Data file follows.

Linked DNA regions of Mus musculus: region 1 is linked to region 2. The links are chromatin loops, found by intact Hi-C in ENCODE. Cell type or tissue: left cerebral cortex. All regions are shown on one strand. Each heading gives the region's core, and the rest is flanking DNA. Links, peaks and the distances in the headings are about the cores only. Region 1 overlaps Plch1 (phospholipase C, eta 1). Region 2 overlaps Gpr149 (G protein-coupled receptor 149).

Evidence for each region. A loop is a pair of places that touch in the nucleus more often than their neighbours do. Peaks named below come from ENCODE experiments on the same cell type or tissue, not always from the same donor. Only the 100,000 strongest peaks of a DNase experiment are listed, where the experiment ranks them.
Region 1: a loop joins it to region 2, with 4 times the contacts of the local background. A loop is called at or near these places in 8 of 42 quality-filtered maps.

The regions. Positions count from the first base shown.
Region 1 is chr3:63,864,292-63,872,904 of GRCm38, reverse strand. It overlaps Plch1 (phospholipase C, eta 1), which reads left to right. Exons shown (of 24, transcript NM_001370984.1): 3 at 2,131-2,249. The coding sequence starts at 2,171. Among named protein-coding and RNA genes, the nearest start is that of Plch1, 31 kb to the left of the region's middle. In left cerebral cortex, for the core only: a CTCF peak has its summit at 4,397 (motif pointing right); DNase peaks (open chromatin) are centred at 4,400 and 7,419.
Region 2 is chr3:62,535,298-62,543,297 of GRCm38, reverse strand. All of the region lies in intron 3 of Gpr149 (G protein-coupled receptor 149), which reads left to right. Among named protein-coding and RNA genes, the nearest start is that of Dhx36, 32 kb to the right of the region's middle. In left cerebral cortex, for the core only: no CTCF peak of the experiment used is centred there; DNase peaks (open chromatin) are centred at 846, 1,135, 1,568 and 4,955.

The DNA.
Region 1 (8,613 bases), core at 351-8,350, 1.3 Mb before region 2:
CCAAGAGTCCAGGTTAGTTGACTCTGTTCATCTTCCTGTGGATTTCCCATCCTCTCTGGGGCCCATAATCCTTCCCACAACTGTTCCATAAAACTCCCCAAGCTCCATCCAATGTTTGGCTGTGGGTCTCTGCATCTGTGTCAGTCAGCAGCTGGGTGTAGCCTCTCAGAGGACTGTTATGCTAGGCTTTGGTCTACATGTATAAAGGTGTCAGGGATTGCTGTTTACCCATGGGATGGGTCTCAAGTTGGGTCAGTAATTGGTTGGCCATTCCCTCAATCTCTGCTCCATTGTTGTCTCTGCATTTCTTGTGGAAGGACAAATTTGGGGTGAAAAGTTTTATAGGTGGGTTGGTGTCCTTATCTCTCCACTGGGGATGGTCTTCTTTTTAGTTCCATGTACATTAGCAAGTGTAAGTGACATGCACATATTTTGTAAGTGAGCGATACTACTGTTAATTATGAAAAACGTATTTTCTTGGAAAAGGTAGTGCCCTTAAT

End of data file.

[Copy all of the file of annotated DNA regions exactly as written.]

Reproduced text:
Linked DNA regions of Mus musculus: region 1 is linked to region 2. The links are chromatin loops, found by intact Hi-C in ENCODE. Cell type or tissue: left cerebral cortex. All regions are shown on one strand. Each heading gives the region's core, and the rest is flanking DNA. Links, peaks and the distances in the headings are about the cores only. Region 1 overlaps Plch1 (phospholipase C, eta 1). Region 2 overlaps Gpr149 (G protein-coupled receptor 149).

Evidence for each region. A loop is a pair of places that touch in the nucleus more often than their neighbours do. Peaks named below come from ENCODE experiments on the same cell type or tissue, not always from the same donor. Only the 100,000 strongest peaks of a DNase experiment are listed, where the experiment ranks them.
Region 1: a loop joins it to region 2, with 4 times the contacts of the local background. A loop is called at or near these places in 8 of 42 quality-filtered maps.

The regions. Positions count from the first base shown.
Region 1 is chr3:63,864,292-63,872,904 of GRCm38, reverse strand. It overlaps Plch1 (phospholipase C, eta 1), which reads left to right. Exons shown (of 24, transcript NM_001370984.1): 3 at 2,131-2,249. The coding sequence starts at 2,171. Among named protein-coding and RNA genes, the nearest start is that of Plch1, 31 kb to the left of the region's middle. In left cerebral cortex, for the core only: a CTCF peak has its summit at 4,397 (motif pointing right); DNase peaks (open chromatin) are centred at 4,400 and 7,419.
Region 2 is chr3:62,535,298-62,543,297 of GRCm38, reverse strand. All of the region lies in intron 3 of Gpr149 (G protein-coupled receptor 149), which reads left to right. Among named protein-coding and RNA genes, the nearest start is that of Dhx36, 32 kb to the right of the region's middle. In left cerebral cortex, for the core only: no CTCF peak of the experiment used is centred there; DNase peaks (open chromatin) are centred at 846, 1,135, 1,568 and 4,955.

The DNA.
Region 1 (8,613 bases), core at 351-8,350, 1.3 Mb before region 2:
CCAAGAGTCCAGGTTAGTTGACTCTGTTCATCTTCCTGTGGATTTCCCATCCTCTCTGGGGCCCATAATCCTTCCCACAACTGTTCCATAAAACTCCCCAAGCTCCATCCAATGTTTGGCTGTGGGTCTCTGCATCTGTGTCAGTCAGCAGCTGGGTGTAGCCTCTCAGAGGACTGTTATGCTAGGCTTTGGTCTACATGTATAAAGGTGTCAGGGATTGCTGTTTACCCATGGGATGGGTCTCAAGTTGGGTCAGTAATTGGTTGGCCATTCCCTCAATCTCTGCTCCATTGTTGTCTCTGCATTTCTTGTGGAAGGACAAATTTGGGGTGAAAAGTTTTATAGGTGGGTTGGTGTCCTTATCTCTCCACTGGGGATGGTCTTCTTTTTAGTTCCATGTACATTAGCAAGTGTAAGTGACATGCACATATTTTGTAAGTGAGCGATACTACTGTTAATTATGAAAAACGTATTTTCTTGGAAAAGGTAGTGCCCTTAAT